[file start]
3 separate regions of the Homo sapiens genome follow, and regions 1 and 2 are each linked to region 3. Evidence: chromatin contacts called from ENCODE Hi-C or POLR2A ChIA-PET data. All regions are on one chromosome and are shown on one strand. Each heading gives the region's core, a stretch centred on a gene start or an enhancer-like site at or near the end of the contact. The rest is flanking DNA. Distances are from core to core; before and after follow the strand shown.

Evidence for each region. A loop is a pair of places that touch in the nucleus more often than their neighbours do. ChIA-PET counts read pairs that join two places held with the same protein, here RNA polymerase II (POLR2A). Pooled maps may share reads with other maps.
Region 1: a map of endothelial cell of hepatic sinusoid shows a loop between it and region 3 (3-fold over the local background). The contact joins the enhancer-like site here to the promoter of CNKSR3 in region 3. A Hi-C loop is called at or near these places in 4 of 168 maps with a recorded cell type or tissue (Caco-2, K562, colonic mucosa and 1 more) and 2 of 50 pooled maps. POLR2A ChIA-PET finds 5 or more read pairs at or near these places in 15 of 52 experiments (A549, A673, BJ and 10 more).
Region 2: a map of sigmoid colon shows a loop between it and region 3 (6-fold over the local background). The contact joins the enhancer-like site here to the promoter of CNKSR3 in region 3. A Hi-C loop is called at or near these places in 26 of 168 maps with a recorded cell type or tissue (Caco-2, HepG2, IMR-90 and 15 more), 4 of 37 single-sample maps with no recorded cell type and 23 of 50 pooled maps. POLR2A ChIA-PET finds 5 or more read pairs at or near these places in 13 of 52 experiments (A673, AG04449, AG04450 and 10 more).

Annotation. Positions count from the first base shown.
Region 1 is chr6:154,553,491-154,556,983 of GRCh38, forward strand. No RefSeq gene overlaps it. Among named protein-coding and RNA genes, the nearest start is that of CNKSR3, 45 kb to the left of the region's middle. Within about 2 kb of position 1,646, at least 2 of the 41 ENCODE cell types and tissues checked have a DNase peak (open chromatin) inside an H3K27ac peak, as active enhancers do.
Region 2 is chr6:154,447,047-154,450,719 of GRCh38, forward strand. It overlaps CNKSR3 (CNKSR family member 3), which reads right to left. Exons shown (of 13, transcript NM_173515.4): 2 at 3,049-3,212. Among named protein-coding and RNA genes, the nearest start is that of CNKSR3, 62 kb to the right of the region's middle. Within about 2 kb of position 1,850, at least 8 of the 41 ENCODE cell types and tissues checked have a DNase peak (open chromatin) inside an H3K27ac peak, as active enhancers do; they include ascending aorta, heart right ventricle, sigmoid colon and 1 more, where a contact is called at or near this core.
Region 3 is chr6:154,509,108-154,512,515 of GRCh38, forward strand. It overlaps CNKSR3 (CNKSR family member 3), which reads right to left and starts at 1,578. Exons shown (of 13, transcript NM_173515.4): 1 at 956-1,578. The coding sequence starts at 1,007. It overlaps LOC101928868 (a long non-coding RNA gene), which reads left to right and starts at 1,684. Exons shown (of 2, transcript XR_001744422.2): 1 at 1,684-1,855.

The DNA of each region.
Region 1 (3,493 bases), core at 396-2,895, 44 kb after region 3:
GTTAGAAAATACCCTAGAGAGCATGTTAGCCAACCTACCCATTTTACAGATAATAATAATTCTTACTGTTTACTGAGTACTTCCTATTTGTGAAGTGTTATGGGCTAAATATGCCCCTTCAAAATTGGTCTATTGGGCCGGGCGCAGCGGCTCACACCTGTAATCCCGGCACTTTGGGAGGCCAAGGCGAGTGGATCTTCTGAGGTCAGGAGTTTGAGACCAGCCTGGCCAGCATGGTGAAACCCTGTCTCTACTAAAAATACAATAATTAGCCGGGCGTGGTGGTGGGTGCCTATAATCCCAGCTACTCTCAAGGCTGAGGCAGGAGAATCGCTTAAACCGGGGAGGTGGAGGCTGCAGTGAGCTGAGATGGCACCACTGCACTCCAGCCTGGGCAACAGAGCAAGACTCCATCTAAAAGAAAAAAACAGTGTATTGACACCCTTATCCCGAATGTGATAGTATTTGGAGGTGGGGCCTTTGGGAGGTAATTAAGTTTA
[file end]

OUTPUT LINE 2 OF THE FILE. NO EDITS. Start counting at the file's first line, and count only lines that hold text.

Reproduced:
Evidence for each region. A loop is a pair of places that touch in the nucleus more often than their neighbours do. ChIA-PET counts read pairs that join two places held with the same protein, here RNA polymerase II (POLR2A). Pooled maps may share reads with other maps.